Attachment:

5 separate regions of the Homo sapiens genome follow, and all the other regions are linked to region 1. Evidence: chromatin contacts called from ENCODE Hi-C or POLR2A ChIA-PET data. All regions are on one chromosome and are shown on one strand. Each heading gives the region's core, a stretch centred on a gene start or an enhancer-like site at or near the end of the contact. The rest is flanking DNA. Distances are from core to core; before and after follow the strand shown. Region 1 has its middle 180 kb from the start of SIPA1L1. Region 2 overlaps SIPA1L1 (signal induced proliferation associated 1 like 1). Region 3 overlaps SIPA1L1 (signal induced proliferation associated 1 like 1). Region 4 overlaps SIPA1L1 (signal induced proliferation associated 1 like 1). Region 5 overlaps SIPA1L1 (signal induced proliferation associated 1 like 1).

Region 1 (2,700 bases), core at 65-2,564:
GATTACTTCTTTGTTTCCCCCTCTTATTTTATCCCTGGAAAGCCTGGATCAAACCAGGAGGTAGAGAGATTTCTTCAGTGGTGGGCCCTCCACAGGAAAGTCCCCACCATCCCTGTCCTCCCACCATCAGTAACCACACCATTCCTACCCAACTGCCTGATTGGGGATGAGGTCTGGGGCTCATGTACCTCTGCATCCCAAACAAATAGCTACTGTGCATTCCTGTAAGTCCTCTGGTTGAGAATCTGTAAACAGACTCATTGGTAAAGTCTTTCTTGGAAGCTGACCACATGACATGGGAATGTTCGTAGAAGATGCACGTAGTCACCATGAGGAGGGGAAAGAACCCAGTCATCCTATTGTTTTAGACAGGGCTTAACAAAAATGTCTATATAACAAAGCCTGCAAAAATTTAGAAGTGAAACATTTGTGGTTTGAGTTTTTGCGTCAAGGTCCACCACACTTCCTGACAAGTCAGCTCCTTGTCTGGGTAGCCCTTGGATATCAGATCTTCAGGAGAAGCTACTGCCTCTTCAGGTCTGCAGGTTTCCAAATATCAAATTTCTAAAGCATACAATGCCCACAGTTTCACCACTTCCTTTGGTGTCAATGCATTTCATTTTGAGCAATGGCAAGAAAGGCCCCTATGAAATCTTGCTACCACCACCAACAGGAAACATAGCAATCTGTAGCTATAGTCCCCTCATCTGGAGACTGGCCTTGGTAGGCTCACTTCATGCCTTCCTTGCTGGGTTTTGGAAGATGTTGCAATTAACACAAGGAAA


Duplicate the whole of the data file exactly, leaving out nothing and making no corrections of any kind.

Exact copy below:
5 separate regions of the Homo sapiens genome follow, and all the other regions are linked to region 1. Evidence: chromatin contacts called from ENCODE Hi-C or POLR2A ChIA-PET data. All regions are on one chromosome and are shown on one strand. Each heading gives the region's core, a stretch centred on a gene start or an enhancer-like site at or near the end of the contact. The rest is flanking DNA. Distances are from core to core; before and after follow the strand shown. Region 1 has its middle 180 kb from the start of SIPA1L1. Region 2 overlaps SIPA1L1 (signal induced proliferation associated 1 like 1). Region 3 overlaps SIPA1L1 (signal induced proliferation associated 1 like 1). Region 4 overlaps SIPA1L1 (signal induced proliferation associated 1 like 1). Region 5 overlaps SIPA1L1 (signal induced proliferation associated 1 like 1).

Region 1 (2,700 bases), core at 65-2,564:
GATTACTTCTTTGTTTCCCCCTCTTATTTTATCCCTGGAAAGCCTGGATCAAACCAGGAGGTAGAGAGATTTCTTCAGTGGTGGGCCCTCCACAGGAAAGTCCCCACCATCCCTGTCCTCCCACCATCAGTAACCACACCATTCCTACCCAACTGCCTGATTGGGGATGAGGTCTGGGGCTCATGTACCTCTGCATCCCAAACAAATAGCTACTGTGCATTCCTGTAAGTCCTCTGGTTGAGAATCTGTAAACAGACTCATTGGTAAAGTCTTTCTTGGAAGCTGACCACATGACATGGGAATGTTCGTAGAAGATGCACGTAGTCACCATGAGGAGGGGAAAGAACCCAGTCATCCTATTGTTTTAGACAGGGCTTAACAAAAATGTCTATATAACAAAGCCTGCAAAAATTTAGAAGTGAAACATTTGTGGTTTGAGTTTTTGCGTCAAGGTCCACCACACTTCCTGACAAGTCAGCTCCTTGTCTGGGTAGCCCTTGGATATCAGATCTTCAGGAGAAGCTACTGCCTCTTCAGGTCTGCAGGTTTCCAAATATCAAATTTCTAAAGCATACAATGCCCACAGTTTCACCACTTCCTTTGGTGTCAATGCATTTCATTTTGAGCAATGGCAAGAAAGGCCCCTATGAAATCTTGCTACCACCACCAACAGGAAACATAGCAATCTGTAGCTATAGTCCCCTCATCTGGAGACTGGCCTTGGTAGGCTCACTTCATGCCTTCCTTGCTGGGTTTTGGAAGATGTTGCAATTAACACAAGGAAA